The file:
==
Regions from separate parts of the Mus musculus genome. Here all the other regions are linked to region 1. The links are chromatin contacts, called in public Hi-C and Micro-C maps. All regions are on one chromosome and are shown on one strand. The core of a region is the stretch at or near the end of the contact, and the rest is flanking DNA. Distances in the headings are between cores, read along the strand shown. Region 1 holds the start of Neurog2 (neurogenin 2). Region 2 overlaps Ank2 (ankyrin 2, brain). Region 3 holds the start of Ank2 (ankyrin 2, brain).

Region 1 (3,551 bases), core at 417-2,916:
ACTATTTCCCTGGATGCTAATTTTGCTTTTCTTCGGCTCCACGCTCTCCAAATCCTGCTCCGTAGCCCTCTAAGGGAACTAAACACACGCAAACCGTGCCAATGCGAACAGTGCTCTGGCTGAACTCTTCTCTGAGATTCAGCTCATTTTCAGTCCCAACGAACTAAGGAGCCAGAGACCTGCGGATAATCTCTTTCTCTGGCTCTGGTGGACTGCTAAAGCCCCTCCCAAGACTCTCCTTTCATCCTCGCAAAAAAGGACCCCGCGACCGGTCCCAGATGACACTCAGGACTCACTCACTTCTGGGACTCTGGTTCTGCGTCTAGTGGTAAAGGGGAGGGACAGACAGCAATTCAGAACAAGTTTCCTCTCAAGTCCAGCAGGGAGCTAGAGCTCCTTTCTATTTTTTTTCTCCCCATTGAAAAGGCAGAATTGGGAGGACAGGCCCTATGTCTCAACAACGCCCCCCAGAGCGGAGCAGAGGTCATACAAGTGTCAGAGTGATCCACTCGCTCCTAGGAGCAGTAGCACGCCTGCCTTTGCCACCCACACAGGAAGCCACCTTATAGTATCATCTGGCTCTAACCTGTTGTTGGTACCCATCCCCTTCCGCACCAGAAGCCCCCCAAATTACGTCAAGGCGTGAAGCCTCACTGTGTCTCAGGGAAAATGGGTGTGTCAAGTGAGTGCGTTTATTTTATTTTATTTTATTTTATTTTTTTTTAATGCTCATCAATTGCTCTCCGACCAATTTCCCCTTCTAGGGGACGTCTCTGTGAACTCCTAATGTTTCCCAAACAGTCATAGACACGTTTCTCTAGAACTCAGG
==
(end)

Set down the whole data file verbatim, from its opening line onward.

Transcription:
Regions from separate parts of the Mus musculus genome. Here all the other regions are linked to region 1. The links are chromatin contacts, called in public Hi-C and Micro-C maps. All regions are on one chromosome and are shown on one strand. The core of a region is the stretch at or near the end of the contact, and the rest is flanking DNA. Distances in the headings are between cores, read along the strand shown. Region 1 holds the start of Neurog2 (neurogenin 2). Region 2 overlaps Ank2 (ankyrin 2, brain). Region 3 holds the start of Ank2 (ankyrin 2, brain).

Region 1 (3,551 bases), core at 417-2,916:
ACTATTTCCCTGGATGCTAATTTTGCTTTTCTTCGGCTCCACGCTCTCCAAATCCTGCTCCGTAGCCCTCTAAGGGAACTAAACACACGCAAACCGTGCCAATGCGAACAGTGCTCTGGCTGAACTCTTCTCTGAGATTCAGCTCATTTTCAGTCCCAACGAACTAAGGAGCCAGAGACCTGCGGATAATCTCTTTCTCTGGCTCTGGTGGACTGCTAAAGCCCCTCCCAAGACTCTCCTTTCATCCTCGCAAAAAAGGACCCCGCGACCGGTCCCAGATGACACTCAGGACTCACTCACTTCTGGGACTCTGGTTCTGCGTCTAGTGGTAAAGGGGAGGGACAGACAGCAATTCAGAACAAGTTTCCTCTCAAGTCCAGCAGGGAGCTAGAGCTCCTTTCTATTTTTTTTCTCCCCATTGAAAAGGCAGAATTGGGAGGACAGGCCCTATGTCTCAACAACGCCCCCCAGAGCGGAGCAGAGGTCATACAAGTGTCAGAGTGATCCACTCGCTCCTAGGAGCAGTAGCACGCCTGCCTTTGCCACCCACACAGGAAGCCACCTTATAGTATCATCTGGCTCTAACCTGTTGTTGGTACCCATCCCCTTCCGCACCAGAAGCCCCCCAAATTACGTCAAGGCGTGAAGCCTCACTGTGTCTCAGGGAAAATGGGTGTGTCAAGTGAGTGCGTTTATTTTATTTTATTTTATTTTATTTTTTTTTAATGCTCATCAATTGCTCTCCGACCAATTTCCCCTTCTAGGGGACGTCTCTGTGAACTCCTAATGTTTCCCAAACAGTCATAGACACGTTTCTCTAGAACTCAGG